After the relocation of the peasants, the developer shows the bank that the first stage of the project is extremely successful, completely sold out and populated. To return the money to the regional authorities and make a profit for himself, the developer proceeds to the second stage of the scheme - he convinces the bank to give him a loan for a much larger-scale development, designed for tens or even hundreds of thousands of residents. Rationale - holiday homes for residents from large cities, tourism, domestic demand, etc.

The scheme operates with different variations throughout China. For example, in the city of Ordos in Inner Mongolia, developers offered local cattlemen as a new employment to become rentiers, providing them with several apartments at once (as a result, the average level of ownership in Ordos, as Stevenson-Young wrote, was 10 apartments per family). To hand them over, however, there was no one.

As a result, uncontrolled urbanization and investment boom in recent years have spawned the phenomenon of ghost towns in China, which are completely rebuilt but do not have residents. There are no exact data on empty cities, but there are approximate evaluation - 49 million vacant apartments as of 2013. At the moment, perhaps this figure doubled... The share of vacant residential space in China is significantly higher than in other countries: this figure reaches 22,4% against, for example, 9,4% in Europe.

City without borders

Such a strategy of absorption of rural land by the city leads to an uncontrolled increase in the size of cities. The largest example is the city of central subordination of Chongqing in Sichuan province. Chongqing is now the largest metropolis in China and the world, which, along with Beijing, Shanghai and Tianjin, is on the list of cities of central subordination and has the status of a separate province.

The absorption of the surrounding countryside by the city took place in several stages in the 2000s – 2010s. Initially, there was one big city - Chongqing proper. It was surrounded by several smaller cities and rural settlements, scattered in an area approximately equal in size to modern Austria. In the nine central regions of Chongqing, 14 million people lived, outside the city border - about 20 million more.By 2015, part of the rural population was urbanized according to the scheme described above, the urbanization rate in the region reached 50%, by 2020 is planned bring it to xnumx%.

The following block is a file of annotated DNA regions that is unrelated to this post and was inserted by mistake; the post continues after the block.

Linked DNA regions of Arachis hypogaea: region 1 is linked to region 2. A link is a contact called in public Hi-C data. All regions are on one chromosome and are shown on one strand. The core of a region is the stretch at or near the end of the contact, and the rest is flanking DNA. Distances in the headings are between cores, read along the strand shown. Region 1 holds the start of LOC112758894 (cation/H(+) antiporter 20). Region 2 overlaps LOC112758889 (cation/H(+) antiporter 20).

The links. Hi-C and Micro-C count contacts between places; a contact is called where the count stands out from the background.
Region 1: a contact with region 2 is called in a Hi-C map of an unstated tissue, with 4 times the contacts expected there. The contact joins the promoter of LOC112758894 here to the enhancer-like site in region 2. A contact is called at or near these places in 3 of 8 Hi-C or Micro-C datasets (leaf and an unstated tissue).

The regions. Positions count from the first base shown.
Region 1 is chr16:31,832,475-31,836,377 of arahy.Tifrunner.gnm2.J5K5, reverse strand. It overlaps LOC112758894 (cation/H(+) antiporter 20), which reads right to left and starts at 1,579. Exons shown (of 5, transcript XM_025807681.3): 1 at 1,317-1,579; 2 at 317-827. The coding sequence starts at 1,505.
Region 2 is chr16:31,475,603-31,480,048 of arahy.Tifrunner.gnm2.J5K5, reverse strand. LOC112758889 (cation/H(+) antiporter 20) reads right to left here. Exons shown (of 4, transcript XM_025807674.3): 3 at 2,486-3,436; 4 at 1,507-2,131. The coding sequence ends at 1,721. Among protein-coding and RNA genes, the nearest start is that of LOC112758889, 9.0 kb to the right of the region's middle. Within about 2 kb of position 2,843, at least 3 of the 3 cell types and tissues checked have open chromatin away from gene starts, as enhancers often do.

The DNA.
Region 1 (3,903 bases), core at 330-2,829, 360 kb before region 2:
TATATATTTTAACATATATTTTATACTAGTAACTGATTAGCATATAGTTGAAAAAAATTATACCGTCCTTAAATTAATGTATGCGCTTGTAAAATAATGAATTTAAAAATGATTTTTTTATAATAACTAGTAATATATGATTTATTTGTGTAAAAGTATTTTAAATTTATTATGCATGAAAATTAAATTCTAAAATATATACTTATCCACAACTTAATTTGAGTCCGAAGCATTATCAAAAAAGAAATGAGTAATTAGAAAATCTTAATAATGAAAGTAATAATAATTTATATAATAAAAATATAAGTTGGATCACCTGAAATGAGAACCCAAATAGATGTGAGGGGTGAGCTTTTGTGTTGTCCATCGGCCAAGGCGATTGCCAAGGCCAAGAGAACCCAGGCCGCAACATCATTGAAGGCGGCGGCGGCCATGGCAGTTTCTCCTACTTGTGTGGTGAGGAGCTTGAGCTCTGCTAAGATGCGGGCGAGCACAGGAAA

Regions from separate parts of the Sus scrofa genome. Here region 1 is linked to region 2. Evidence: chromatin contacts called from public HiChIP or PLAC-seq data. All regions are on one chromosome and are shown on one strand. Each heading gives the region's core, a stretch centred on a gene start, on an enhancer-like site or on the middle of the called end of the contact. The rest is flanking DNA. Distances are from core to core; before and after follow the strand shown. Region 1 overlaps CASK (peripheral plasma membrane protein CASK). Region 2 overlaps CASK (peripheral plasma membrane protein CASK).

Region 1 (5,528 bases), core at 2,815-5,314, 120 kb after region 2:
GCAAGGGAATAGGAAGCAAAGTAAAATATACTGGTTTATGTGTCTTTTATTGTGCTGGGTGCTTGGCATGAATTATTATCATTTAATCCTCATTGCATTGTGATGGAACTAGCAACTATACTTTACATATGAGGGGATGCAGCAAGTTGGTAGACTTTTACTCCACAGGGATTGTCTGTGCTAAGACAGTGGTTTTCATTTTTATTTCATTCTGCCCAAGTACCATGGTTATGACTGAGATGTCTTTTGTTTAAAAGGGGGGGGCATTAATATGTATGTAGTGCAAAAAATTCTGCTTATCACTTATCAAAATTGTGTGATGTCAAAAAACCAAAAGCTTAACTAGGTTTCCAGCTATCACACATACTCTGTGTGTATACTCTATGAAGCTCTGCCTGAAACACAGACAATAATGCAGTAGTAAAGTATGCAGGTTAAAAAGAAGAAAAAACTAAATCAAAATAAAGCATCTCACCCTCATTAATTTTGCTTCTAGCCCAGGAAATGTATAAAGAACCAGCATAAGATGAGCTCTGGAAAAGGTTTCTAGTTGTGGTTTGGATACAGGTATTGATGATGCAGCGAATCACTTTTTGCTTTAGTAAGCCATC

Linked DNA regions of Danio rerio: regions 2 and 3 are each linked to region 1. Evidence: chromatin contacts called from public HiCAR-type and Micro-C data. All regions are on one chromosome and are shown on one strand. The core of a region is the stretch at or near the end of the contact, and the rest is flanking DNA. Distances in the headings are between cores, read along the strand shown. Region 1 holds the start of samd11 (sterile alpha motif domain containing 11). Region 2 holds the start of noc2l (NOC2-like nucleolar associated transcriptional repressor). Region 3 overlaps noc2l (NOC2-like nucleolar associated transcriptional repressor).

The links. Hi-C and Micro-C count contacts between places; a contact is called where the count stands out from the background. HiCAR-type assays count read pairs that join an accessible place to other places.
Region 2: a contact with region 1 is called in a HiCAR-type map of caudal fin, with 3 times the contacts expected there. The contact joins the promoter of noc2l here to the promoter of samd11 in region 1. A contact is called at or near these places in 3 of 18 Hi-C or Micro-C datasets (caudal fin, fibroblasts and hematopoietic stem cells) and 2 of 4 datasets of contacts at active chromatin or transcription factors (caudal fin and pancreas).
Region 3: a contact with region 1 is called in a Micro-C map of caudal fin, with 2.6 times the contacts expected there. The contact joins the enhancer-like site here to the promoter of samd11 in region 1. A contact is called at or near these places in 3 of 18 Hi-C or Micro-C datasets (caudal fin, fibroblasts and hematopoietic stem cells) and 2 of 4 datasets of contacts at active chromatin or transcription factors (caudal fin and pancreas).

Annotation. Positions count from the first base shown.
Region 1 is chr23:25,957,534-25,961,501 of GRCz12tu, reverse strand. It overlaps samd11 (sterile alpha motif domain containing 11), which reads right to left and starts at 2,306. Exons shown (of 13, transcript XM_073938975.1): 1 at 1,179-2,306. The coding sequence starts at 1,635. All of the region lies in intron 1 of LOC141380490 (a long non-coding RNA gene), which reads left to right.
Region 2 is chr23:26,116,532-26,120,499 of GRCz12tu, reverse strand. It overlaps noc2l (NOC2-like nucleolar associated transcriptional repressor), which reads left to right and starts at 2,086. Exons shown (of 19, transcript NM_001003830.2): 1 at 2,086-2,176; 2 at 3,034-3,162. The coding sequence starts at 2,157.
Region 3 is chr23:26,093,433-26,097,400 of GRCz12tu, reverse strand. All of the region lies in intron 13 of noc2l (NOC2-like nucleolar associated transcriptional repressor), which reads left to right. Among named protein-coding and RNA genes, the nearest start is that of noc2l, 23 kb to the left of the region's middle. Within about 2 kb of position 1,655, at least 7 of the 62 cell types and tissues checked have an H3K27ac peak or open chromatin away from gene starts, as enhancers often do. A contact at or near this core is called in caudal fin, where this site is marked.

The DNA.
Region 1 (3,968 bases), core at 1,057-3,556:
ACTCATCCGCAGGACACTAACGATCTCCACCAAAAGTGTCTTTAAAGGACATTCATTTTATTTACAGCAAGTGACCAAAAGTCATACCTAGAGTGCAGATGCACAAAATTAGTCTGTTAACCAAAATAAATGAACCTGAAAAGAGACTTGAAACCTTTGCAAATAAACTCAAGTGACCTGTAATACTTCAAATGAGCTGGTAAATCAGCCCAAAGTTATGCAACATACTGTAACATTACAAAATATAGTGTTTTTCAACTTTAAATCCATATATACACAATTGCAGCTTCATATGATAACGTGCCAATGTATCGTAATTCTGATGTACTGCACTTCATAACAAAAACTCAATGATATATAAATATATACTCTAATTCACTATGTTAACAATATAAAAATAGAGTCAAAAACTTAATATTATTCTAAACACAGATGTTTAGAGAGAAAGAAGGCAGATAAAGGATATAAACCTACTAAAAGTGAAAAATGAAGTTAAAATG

Chongqing is difficult to call a city in the classical sense: it is common for urban areas to consider a single labor market in the same space as urban areas. Chongqing (the same applies to Beijing) is no longer a single city, but a whole agglomeration that formally merged, but has separate labor markets (the earlier Japanese example is Tokyo-Yokohama).

The environmental and social costs of such expansion of cities in the destruction of agricultural lands and natural space have long been evident, but do not have a significant impact on the pace of urbanization. Joint study of Asian Development Bank and Tsinghua University notes, that only 1% of the five hundred largest Chinese cities meet the WHO air quality criteria.

Additional negative impact on the environment is the dependence of the PRC on coal energy. In some Chinese cities, including Chongqing, are observed exceptionally high levels of the incidence of asthma and other respiratory diseases.

Destructive urbanization

As a result, the Chinese model of urbanization is an investment project of city authorities, developers and banks, for which the interests of citizens and residents of rural areas are at least secondary. If in the early stages of economic development the emphasis on ultra-rapid urbanization and infrastructure construction could be justified, now the Chinese policy of urban development is destructive. The authorities will have to urgently address the problems of the resettled peasants in the city, as well as issues of public discontent due to the growing disparity between migrant workers from rural areas and indigenous citizens.

Also, the process of urbanization in the PRC is closely related to the problems of bubbles in the real estate market and the growth of the debt of regional authorities due to excessive financing of infrastructure projects. Often, the uncontrolled pursuit of local administrations for increasing urbanization was in fact fraught with the destruction of the agricultural base and enormous environmental costs.

All these problems must inevitably be in the focus of structural economic reforms that Beijing plans to conduct in the next political cycle that began after the October 19th Party Congress. The question is, does the PRC leadership have the political will to solve the urgent internal problems, or will the authorities prefer to flood the problems with money and wait for them to dissolve by themselves.

The material is published on the website of the Carnegie Moscow Center -